Across the Lines: Six Things the Packers Are Saying Regarding the Game with the Chiefs

Green Bay HC Mike McCarthy and QB Aaron Rodgers spoke with the Kansas City media on a conference call this week

Green Bay Packers head coach Mike McCarthy

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Packers head coach Mike McCarthy spent six years as a coach (1993-1998) with the Kansas City Chiefs.

"Loved my time in Kansas City," he said, "obviously very fond of the organization, just the whole area, Baker University. You know, my daughter just graduated from KU two years back. I have nothing but great memories of Kansas City… You can start with Lamar Hunt and just the way the whole organization operated. It was first-class in everything we were involved in. Just the management of it, the culture of the organization and the relationship with Marty and Carl [Peterson] and just the importance of and the focus on football operations. Really, Marty Schottenheimer is a huge influence on our program here in Green Bay. We do a lot of things systematically scheduling and structure-wise that I learned from my time with Marty."

McCarthy, who was offensive coordinator with the San Francisco 49ers in 2005 when they drafted Alex Smith first overall, weighed in on his career up to this point.

"He's a hell of a football player," he said. "I enjoyed our time together and I think any time as a position coach or coordinator, you always appreciate the rookie season. I think those successful players, or any player that's had a positive experience in the league, most times they had a positive experience with their rookie coach and I would like to think that Alex and I had that experience. I really enjoyed coaching him. It was a really dynamic, diverse quarterback room, just that we had four quarterbacks on the roster that year and they were all very different. We had a challenging season out there in '05, but I thought we had a positive experience."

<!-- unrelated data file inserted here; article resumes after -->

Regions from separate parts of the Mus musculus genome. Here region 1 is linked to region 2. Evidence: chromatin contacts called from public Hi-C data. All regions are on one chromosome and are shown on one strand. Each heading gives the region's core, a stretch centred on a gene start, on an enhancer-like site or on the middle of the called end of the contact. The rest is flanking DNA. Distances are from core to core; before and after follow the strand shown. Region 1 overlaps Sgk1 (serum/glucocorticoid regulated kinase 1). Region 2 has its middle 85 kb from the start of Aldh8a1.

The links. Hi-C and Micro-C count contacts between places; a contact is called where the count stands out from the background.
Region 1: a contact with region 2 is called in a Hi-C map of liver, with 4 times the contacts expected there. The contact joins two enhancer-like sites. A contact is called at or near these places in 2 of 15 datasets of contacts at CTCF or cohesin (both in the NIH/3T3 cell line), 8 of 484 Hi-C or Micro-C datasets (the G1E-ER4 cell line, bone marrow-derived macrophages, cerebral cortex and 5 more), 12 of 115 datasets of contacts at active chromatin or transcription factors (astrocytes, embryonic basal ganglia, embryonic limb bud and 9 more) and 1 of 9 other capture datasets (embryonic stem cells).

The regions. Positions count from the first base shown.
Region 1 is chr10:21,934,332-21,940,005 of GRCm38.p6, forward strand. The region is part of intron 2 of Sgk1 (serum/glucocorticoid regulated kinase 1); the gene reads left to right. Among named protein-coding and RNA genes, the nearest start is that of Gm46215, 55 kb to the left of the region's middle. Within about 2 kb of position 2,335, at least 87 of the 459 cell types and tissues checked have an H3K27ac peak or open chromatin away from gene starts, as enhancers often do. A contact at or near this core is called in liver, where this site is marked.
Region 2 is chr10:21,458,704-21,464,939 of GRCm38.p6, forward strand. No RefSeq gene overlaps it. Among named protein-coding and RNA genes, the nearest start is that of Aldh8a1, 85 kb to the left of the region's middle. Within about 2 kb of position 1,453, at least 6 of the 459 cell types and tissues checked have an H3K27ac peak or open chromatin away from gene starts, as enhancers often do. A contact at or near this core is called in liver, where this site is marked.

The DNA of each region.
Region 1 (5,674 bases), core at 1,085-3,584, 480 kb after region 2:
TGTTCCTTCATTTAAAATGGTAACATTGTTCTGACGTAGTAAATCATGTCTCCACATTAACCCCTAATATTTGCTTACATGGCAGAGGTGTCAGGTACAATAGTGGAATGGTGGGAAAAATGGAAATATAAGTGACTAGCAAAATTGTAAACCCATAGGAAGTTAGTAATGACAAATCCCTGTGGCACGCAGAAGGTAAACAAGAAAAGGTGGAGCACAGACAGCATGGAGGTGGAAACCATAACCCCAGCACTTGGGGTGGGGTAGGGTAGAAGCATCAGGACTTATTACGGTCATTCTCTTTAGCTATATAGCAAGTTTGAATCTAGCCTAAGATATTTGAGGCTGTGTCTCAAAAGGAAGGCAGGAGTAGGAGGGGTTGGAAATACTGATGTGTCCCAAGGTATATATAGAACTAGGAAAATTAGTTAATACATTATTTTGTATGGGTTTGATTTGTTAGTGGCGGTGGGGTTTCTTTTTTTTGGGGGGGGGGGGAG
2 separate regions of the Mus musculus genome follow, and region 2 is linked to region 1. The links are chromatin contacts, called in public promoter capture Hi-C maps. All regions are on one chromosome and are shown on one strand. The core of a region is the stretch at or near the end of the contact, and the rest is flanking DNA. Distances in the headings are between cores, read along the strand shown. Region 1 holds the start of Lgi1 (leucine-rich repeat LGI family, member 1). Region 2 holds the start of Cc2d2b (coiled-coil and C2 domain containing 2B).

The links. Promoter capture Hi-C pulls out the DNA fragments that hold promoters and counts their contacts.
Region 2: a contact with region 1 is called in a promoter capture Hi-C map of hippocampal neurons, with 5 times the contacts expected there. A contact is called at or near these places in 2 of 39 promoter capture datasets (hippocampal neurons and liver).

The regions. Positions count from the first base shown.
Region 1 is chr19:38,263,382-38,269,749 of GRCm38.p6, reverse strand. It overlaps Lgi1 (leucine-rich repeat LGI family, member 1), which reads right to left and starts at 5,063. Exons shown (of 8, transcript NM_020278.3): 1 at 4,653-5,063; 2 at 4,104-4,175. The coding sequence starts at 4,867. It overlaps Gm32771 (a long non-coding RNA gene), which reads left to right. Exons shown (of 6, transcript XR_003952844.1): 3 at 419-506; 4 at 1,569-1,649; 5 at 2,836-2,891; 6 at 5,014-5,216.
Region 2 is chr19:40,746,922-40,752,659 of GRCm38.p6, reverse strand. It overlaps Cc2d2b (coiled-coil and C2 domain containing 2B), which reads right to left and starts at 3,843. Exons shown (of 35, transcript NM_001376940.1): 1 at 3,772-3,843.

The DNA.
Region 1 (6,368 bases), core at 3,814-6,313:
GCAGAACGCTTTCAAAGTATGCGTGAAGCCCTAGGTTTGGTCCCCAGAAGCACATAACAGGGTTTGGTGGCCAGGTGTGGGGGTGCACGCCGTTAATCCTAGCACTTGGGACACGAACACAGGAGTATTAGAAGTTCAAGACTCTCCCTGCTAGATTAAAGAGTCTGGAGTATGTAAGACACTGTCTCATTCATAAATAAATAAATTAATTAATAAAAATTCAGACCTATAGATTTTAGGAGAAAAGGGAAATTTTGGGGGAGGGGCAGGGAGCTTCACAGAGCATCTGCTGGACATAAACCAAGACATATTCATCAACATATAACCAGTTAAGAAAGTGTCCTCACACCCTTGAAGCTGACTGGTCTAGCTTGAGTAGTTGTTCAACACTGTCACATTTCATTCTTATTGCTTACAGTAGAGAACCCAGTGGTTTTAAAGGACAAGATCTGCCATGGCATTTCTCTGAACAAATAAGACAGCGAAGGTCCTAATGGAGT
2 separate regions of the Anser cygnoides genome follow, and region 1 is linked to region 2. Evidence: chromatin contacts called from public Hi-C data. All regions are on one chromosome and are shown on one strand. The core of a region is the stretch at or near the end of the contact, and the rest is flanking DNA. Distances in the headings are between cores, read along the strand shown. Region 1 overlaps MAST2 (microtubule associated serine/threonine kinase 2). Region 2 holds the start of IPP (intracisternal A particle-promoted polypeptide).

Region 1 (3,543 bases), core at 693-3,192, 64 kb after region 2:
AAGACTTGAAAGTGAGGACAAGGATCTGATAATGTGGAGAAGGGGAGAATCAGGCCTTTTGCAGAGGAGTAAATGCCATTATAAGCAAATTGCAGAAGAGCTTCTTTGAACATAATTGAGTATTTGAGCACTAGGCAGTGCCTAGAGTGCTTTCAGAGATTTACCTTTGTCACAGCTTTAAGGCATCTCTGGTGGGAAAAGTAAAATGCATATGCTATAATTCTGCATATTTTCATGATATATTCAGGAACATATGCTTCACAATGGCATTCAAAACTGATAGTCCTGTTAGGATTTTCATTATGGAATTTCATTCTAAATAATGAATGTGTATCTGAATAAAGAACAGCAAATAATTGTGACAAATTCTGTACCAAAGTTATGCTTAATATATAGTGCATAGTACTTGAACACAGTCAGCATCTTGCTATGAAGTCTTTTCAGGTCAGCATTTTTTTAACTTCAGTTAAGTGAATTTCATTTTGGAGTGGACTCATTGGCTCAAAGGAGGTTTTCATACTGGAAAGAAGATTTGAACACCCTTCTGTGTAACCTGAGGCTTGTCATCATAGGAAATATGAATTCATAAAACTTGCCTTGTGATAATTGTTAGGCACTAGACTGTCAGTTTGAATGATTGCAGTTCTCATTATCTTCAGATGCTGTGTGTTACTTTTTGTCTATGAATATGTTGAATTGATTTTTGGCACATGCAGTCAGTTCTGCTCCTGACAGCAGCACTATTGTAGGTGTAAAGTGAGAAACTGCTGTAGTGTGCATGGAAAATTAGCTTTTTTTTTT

McCarthy explained that he enjoys the environment Lambeau Field, and as the noise level increases, it's becoming more and more like Kansas City. "

"We're trying to get it to be as loud as Arrowhead," he said. "I know last week was an impressive moment for us. I just think, over the years, with Lambeau, the expansion and adding more seats, we've really focused on our game day. I think our environment has definitely – I don't think, I know it has – it's definitely increased. I thought this past week was probably one of our loudest games. Arrowhead has been loud for a long time."

Quarterback Aaron Rodgers

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This is the first time in Alex Smith's career that he's been with the same offensive coordinator and head coach for three years in a row. On the other hand, Packers quarterback Aaron Rodgers has had more consistency in that regard during his career, being with the same head coach since he became a starter.

"It helps," Rodgers said. "The offense is always changing – verbiage and we'll add plays, take away plays every year, you learn from year to year, but the base concepts stay pretty similar. You have to evolve in this league to be a good offense and we're always looking to see what other teams are doing – and if we like something, incorporating it. Then looking hard at ourselves and what we do and trying to expand on that. It's been nice being in the same system for a while."

The Packers have been without starting wideout Jordy Nelson since the preseason, but through two games, things have been OK for Rodgers.

"Well, we're 2-0," he said. "It's tough to replace a guy like that who does so many different things. He's seen some different types of defenses, and I think because he's out – teams obviously paid pretty high attention to where 87 was at at all times. He's a fantastic teammate, great locker room guy, great leader for us, and his play on the field has spoken for itself over the last few years. It's tough to not have him around."

Rodgers tried to explain his incredible track record at home.

"I like the cold, throwing in the cold in the wintertime and a lot of people don't," he explained. "We have a home-field advantage that's growing, I think, with some of our game day operations and the crowd noise picking up. We've started fast as well at home the last couple of years, so we've been able to make teams one-dimensional on the other side."

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